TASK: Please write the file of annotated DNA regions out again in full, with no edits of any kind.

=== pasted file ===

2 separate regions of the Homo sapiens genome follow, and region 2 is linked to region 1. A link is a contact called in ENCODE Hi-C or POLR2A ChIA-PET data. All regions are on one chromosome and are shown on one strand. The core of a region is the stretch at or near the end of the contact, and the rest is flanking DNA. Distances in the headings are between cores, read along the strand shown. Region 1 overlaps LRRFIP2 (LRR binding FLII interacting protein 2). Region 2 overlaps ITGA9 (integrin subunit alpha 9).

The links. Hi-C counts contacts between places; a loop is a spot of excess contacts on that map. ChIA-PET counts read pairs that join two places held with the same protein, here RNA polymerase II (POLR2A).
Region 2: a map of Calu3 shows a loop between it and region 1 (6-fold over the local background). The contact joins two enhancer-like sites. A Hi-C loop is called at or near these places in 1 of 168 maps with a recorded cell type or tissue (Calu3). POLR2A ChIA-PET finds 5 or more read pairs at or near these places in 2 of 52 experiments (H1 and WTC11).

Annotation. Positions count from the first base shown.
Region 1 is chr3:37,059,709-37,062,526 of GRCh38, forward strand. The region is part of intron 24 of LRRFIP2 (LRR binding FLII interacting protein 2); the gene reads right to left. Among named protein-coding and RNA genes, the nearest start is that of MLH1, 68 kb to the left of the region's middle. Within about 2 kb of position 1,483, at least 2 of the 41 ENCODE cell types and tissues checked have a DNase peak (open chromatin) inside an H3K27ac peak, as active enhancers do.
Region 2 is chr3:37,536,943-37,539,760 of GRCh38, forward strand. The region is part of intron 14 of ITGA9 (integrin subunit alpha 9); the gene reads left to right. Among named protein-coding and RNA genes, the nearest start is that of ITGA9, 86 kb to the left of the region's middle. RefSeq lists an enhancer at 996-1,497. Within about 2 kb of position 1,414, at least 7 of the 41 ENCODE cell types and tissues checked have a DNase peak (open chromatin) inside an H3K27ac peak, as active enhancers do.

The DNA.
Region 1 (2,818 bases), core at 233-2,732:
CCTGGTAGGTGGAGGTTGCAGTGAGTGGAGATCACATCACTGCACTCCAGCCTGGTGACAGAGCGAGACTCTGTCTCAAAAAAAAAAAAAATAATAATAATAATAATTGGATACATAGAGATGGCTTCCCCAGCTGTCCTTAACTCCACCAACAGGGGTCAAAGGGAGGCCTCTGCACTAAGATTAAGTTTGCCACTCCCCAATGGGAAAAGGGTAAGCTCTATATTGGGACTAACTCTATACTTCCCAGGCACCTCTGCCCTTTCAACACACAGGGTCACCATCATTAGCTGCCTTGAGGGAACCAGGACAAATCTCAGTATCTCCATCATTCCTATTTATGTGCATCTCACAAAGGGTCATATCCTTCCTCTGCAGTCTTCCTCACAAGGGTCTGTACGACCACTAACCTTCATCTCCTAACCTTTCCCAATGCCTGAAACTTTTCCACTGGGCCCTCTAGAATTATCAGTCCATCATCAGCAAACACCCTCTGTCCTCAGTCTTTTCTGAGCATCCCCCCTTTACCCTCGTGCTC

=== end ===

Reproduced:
2 separate regions of the Homo sapiens genome follow, and region 2 is linked to region 1. A link is a contact called in ENCODE Hi-C or POLR2A ChIA-PET data. All regions are on one chromosome and are shown on one strand. The core of a region is the stretch at or near the end of the contact, and the rest is flanking DNA. Distances in the headings are between cores, read along the strand shown. Region 1 overlaps LRRFIP2 (LRR binding FLII interacting protein 2). Region 2 overlaps ITGA9 (integrin subunit alpha 9).

The links. Hi-C counts contacts between places; a loop is a spot of excess contacts on that map. ChIA-PET counts read pairs that join two places held with the same protein, here RNA polymerase II (POLR2A).
Region 2: a map of Calu3 shows a loop between it and region 1 (6-fold over the local background). The contact joins two enhancer-like sites. A Hi-C loop is called at or near these places in 1 of 168 maps with a recorded cell type or tissue (Calu3). POLR2A ChIA-PET finds 5 or more read pairs at or near these places in 2 of 52 experiments (H1 and WTC11).

Annotation. Positions count from the first base shown.
Region 1 is chr3:37,059,709-37,062,526 of GRCh38, forward strand. The region is part of intron 24 of LRRFIP2 (LRR binding FLII interacting protein 2); the gene reads right to left. Among named protein-coding and RNA genes, the nearest start is that of MLH1, 68 kb to the left of the region's middle. Within about 2 kb of position 1,483, at least 2 of the 41 ENCODE cell types and tissues checked have a DNase peak (open chromatin) inside an H3K27ac peak, as active enhancers do.
Region 2 is chr3:37,536,943-37,539,760 of GRCh38, forward strand. The region is part of intron 14 of ITGA9 (integrin subunit alpha 9); the gene reads left to right. Among named protein-coding and RNA genes, the nearest start is that of ITGA9, 86 kb to the left of the region's middle. RefSeq lists an enhancer at 996-1,497. Within about 2 kb of position 1,414, at least 7 of the 41 ENCODE cell types and tissues checked have a DNase peak (open chromatin) inside an H3K27ac peak, as active enhancers do.

The DNA.
Region 1 (2,818 bases), core at 233-2,732:
CCTGGTAGGTGGAGGTTGCAGTGAGTGGAGATCACATCACTGCACTCCAGCCTGGTGACAGAGCGAGACTCTGTCTCAAAAAAAAAAAAAATAATAATAATAATAATTGGATACATAGAGATGGCTTCCCCAGCTGTCCTTAACTCCACCAACAGGGGTCAAAGGGAGGCCTCTGCACTAAGATTAAGTTTGCCACTCCCCAATGGGAAAAGGGTAAGCTCTATATTGGGACTAACTCTATACTTCCCAGGCACCTCTGCCCTTTCAACACACAGGGTCACCATCATTAGCTGCCTTGAGGGAACCAGGACAAATCTCAGTATCTCCATCATTCCTATTTATGTGCATCTCACAAAGGGTCATATCCTTCCTCTGCAGTCTTCCTCACAAGGGTCTGTACGACCACTAACCTTCATCTCCTAACCTTTCCCAATGCCTGAAACTTTTCCACTGGGCCCTCTAGAATTATCAGTCCATCATCAGCAAACACCCTCTGTCCTCAGTCTTTTCTGAGCATCCCCCCTTTACCCTCGTGCTC